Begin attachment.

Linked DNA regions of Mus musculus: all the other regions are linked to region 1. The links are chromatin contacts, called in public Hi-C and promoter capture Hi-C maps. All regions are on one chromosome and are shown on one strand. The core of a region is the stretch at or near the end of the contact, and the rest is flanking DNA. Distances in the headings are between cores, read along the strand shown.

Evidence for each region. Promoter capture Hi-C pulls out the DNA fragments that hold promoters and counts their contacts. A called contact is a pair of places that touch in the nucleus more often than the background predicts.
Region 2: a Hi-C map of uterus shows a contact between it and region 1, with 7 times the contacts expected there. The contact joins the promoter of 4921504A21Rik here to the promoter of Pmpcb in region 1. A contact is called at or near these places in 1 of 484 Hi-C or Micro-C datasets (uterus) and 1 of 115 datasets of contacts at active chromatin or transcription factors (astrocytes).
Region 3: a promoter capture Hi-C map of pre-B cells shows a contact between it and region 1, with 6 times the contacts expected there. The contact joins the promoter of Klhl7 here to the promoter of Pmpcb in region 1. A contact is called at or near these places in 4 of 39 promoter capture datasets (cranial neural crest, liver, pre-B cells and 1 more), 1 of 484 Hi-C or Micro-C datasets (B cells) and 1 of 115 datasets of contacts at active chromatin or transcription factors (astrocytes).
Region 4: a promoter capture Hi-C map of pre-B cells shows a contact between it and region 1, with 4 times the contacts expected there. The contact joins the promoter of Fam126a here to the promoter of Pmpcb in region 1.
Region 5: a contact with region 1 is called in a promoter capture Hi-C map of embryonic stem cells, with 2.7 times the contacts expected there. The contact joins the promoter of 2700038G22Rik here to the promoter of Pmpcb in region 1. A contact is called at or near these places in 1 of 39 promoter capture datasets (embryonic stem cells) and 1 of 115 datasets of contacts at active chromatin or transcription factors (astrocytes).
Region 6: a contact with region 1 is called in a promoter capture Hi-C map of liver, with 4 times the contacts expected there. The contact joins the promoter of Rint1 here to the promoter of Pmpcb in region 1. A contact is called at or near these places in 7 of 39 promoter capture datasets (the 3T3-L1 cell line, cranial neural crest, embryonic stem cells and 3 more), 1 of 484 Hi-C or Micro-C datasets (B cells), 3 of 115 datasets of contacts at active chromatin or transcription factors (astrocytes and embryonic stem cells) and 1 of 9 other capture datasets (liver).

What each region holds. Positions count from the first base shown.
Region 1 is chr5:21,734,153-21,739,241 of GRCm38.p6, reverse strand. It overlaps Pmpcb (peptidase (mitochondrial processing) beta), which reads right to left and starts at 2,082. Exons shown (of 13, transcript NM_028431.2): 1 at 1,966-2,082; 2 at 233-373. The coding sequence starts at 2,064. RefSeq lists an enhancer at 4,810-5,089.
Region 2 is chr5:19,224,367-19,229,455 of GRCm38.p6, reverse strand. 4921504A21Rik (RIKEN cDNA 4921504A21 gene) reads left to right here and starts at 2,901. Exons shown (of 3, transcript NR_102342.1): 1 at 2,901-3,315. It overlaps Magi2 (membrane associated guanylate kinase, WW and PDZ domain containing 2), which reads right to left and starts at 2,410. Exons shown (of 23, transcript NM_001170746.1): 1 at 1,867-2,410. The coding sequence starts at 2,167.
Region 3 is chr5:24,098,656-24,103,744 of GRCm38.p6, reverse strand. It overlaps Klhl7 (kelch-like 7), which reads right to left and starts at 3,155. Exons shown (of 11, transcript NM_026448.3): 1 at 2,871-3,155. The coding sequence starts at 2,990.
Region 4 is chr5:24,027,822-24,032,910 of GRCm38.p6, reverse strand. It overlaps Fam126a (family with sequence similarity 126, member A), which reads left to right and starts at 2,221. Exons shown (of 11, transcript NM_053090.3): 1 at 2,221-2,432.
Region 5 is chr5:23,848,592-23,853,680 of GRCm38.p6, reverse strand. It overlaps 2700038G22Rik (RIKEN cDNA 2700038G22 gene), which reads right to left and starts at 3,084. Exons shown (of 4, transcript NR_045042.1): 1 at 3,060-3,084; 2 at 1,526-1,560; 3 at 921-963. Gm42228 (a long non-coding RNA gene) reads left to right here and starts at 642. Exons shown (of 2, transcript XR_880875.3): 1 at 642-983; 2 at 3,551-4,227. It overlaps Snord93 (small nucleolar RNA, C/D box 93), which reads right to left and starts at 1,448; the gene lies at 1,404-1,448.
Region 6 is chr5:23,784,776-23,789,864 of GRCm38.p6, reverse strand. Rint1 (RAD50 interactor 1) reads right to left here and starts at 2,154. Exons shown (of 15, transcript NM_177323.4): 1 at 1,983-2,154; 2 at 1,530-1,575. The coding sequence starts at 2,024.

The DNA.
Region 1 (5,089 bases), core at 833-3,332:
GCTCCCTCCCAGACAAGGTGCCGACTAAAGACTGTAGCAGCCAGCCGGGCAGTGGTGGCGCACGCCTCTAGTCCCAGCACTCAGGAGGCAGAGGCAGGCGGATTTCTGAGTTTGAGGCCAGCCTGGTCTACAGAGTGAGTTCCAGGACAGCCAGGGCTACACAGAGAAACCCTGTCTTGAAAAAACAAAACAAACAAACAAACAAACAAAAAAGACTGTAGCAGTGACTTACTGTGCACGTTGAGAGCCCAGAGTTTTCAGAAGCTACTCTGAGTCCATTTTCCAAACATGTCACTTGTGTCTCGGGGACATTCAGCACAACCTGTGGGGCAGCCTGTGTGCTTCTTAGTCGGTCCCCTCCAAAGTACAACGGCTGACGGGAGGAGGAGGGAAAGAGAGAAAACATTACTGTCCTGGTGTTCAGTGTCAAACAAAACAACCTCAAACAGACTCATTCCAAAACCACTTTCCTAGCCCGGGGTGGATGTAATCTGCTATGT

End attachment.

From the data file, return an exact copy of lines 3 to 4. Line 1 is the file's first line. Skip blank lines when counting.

Region 2: a Hi-C map of uterus shows a contact between it and region 1, with 7 times the contacts expected there. The contact joins the promoter of 4921504A21Rik here to the promoter of Pmpcb in region 1. A contact is called at or near these places in 1 of 484 Hi-C or Micro-C datasets (uterus) and 1 of 115 datasets of contacts at active chromatin or transcription factors (astrocytes).
Region 3: a promoter capture Hi-C map of pre-B cells shows a contact between it and region 1, with 6 times the contacts expected there. The contact joins the promoter of Klhl7 here to the promoter of Pmpcb in region 1. A contact is called at or near these places in 4 of 39 promoter capture datasets (cranial neural crest, liver, pre-B cells and 1 more), 1 of 484 Hi-C or Micro-C datasets (B cells) and 1 of 115 datasets of contacts at active chromatin or transcription factors (astrocytes).